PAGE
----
Conscientiousness is a fundamental personality trait—one of the Big Five—that reflects the tendency to be responsible, organized, hard-working, goal-directed, and to adhere to norms and rules. Like the other core personality factors, it has multiple facets; conscientiousness comprises self-control, industriousness, responsibility, and reliability.
A conscientious person is good at self-regulation and impulse control. This trait influences whether you will set and keep long-range goals, deliberate over choices, behave cautiously or impulsively, and take obligations to others seriously. (The other Big Five personality traits are extraversion, agreeableness, openness, and neuroticism.) Conscientiousness is generally a key ingredient for success—in love as well as work. It's also a major predictor of health, well-being, and longevity.
Conscientious people are proactive in making decisions big and small. For example, the conscientious don't just set goals, they set a timeline for meeting each goal. People with a conscientious personality do well in jobs that require attention to detail, such as surgeons and pilots; and it's no surprise that the conscientious are less likely to wind up behind bars.
How does a conscientious person act?
These people are not impulsive. They are planners and they abide by schedules. They also do not miss bill payments, they take notes, keep their promises, and show up on time. They engage in self-care through exercise, proper sleep, and a healthy diet. They are less likely to engage in risky behaviors like smoking and heavy drinking.
How can you become more conscientious?
One technique is mental contrasting, by which individuals imagine a goal, the path to the goal, and obstacles likely to be encountered along the way. Such a process can help people choose feasible goals and boost their commitment to achieving them. Both nature and nurture affect this personality trait, and people do become more conscientious as they age.
Can you be conscientious about some things but not about others?
Yes. By and large, people behave consistently when the environment is consistent, but the behavior might not translate across domains. The degree of conscientiousness we bring to a task at our job does not predict how conscientious we'll be about bill paying or other personal matters. It is predictive of how conscientious we'll continue to be in work-related endeavors.
Is conscientiousness genetic?
Studies in behavioral genetics have shown that this trait is about half attributable to genetics, and half to the environment in which someone is raised, or to developmental factors that are not presently understood. Anatomically, the prefrontal cortex, site of all executive function, is critical in managing behavior that reflects conscientiousness.
The Link Between Conscientiousness and Success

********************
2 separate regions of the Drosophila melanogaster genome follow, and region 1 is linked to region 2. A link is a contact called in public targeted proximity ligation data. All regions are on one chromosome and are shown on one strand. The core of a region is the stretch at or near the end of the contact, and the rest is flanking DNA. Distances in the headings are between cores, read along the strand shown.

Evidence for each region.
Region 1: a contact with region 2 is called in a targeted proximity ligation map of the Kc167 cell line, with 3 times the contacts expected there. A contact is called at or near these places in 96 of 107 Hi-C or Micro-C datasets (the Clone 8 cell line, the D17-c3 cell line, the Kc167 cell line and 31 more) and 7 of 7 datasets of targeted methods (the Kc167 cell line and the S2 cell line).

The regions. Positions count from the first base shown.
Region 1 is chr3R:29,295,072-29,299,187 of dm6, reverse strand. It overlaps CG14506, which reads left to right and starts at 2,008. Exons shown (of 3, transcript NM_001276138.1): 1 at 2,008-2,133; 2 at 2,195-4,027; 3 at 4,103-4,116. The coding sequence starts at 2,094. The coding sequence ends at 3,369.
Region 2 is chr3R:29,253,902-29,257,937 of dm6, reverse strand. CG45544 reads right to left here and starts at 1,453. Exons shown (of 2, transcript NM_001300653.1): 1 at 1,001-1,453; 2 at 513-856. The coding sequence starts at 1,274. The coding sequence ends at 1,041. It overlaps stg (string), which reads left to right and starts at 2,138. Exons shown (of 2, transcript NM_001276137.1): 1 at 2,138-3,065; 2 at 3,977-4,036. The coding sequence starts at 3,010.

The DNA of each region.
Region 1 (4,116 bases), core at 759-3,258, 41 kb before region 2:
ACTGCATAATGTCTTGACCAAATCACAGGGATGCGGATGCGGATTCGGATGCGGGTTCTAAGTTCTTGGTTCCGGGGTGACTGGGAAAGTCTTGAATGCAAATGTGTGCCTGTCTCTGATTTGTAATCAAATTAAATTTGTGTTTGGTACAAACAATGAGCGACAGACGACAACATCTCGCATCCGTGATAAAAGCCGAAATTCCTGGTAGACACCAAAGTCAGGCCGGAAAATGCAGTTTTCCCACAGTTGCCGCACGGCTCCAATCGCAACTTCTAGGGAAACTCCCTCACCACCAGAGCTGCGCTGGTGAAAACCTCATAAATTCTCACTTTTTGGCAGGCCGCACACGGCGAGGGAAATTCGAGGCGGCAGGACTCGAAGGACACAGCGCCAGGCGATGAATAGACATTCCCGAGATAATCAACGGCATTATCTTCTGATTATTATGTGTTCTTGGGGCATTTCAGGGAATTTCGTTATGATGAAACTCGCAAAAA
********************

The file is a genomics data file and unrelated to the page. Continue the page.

Conscientious individuals tend to be high achievers in academics and in professional life. On the job, along with high productivity, they garner higher earnings, good relationships, work satisfaction, and achievement. In addition, the conscientious tend to land more leadership positions.
Do conscientious people persevere more than others?
Diligent and thorough people will stick to a problem until it is solved. If they fail, they will keep trying. They are not necessarily smarter than anyone else in the room, nor will they execute a task better than others. They will, however, plug away toward a successful resolution.
Are conscientious people more rule-abiding?
People high in conscientiousness do abide by certain rules of living. They are, for example, more likely to drive at the speed limit and take responsibility for problems that come up. This also applies to relationships and the obligations that come with them.
Are conscientious people more punctual and prepared?
The less conscientious may oversleep, and be late for class or work and avoid tasks that demand action. But being on time is an important trait of the conscientious person. They keep To-Do lists, are usually prepared, attend to tasks without delay, and prefer orderly routine. They are avid note takers and they write first drafts.
Are conscientious people healthier?
Research has found that conscientiousness may mean lower blood pressure, lower rates of diabetes and stroke, fewer joint problems, among other health outcomes. In general, the conscientious person maintains self-care to a higher degree and enjoys a longer life, as well.
What is the link with perfectionism?
Are conscientious people happier?
If you feel a greater sense of agency in your life, or that you have control over things that happen, you have an internal locus of control. And the things and situations that happen are directly influenced by your skills, abilities, and actions you have taken. People high in conscientiousness have such an internal locus of control.